Tuesday, March 11, 2014
PORTLAND — TD Bank officials would not reveal details Friday about a mailing error in which some customers in New Hampshire and Vermont got other people’s financial information with their own bank statements.
A TD Bank customer service representative helps a new customer Matthew Hodgins open an account. Some TD Bank customers in New Hampshire and Vermont got other people’s financial information with their own bank statements.
2010 Press Herald photo/John Patriquin
The bank said it was unclear whether any customers in Maine were affected, either by receiving other people’s information or having their own information sent to other customers.
The bank acknowledged that an unspecified number of customers in New Hampshire and Vermont received mailed bank statements printed by a third-party vendor that had other customers’ information on them. But the bank, one of the nation’s 10 largest banks, would not reveal the full extent of the problem.
A TD Bank spokeswoman, Kate Toy, said Friday afternoon that she had no information on whether the problem extended to Maine customers.
“I can’t share the name of the vendor. I can’t provide any additional information on the location or number of impacted customers,” Toy said via email. “We are contacting all customers who are impacted by this incident and will offer two years of credit monitoring services at no charge. At the same time we are working with our vendor to make enhancements to ensure this does not happen in the future.”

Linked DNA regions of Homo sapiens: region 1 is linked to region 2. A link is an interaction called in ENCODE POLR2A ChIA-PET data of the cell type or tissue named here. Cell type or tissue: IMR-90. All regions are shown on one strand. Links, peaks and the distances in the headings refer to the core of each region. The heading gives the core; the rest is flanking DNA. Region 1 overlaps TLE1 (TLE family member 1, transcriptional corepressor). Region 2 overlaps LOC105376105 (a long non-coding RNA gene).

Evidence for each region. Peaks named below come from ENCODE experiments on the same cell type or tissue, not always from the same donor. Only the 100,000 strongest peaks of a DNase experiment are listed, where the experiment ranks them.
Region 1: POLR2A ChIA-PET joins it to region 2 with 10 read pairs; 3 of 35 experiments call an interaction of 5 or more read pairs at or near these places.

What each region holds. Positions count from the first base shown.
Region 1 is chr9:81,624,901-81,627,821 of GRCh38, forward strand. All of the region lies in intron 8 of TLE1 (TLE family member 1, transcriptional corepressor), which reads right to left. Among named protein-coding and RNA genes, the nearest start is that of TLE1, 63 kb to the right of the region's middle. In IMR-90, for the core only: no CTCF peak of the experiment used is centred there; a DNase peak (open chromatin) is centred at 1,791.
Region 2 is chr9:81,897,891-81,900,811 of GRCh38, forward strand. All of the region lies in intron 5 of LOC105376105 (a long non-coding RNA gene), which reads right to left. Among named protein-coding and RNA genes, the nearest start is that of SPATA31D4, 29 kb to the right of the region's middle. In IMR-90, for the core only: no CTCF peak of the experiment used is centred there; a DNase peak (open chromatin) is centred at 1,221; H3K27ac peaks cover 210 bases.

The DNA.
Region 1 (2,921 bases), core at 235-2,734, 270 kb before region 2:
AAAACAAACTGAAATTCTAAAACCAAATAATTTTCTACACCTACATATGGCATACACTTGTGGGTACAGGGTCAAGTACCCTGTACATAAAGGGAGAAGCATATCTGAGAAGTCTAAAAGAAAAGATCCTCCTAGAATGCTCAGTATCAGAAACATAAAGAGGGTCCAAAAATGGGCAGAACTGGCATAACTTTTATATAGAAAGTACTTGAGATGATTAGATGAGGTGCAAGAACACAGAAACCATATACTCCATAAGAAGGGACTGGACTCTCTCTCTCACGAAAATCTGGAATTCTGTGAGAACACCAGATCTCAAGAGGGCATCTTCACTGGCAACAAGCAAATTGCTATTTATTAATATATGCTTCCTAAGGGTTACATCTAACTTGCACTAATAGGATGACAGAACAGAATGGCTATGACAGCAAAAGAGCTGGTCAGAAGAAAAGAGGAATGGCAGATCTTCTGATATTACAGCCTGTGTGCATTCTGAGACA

TD Bank said the error is not considered a security breach or fraud. Under Maine law, companies are required to disclose information about data breaches or losses, although no formal timetable governs how or when companies must notify customers. Last year, as many as 267,000 TD Bank customers were affected by the loss of two data backup tapes that contained personal information such as Social Security numbers and driver’s license numbers. That data loss affected 34,907 residents in Maine. The company took six months to alert the attorneys general in the affected states.
The data loss affected customers in at least six states, and included names, addresses, dates of birth and account numbers. Customers in Maine, Massachusetts, Rhode Island, Connecticut, Maryland and California were affected.
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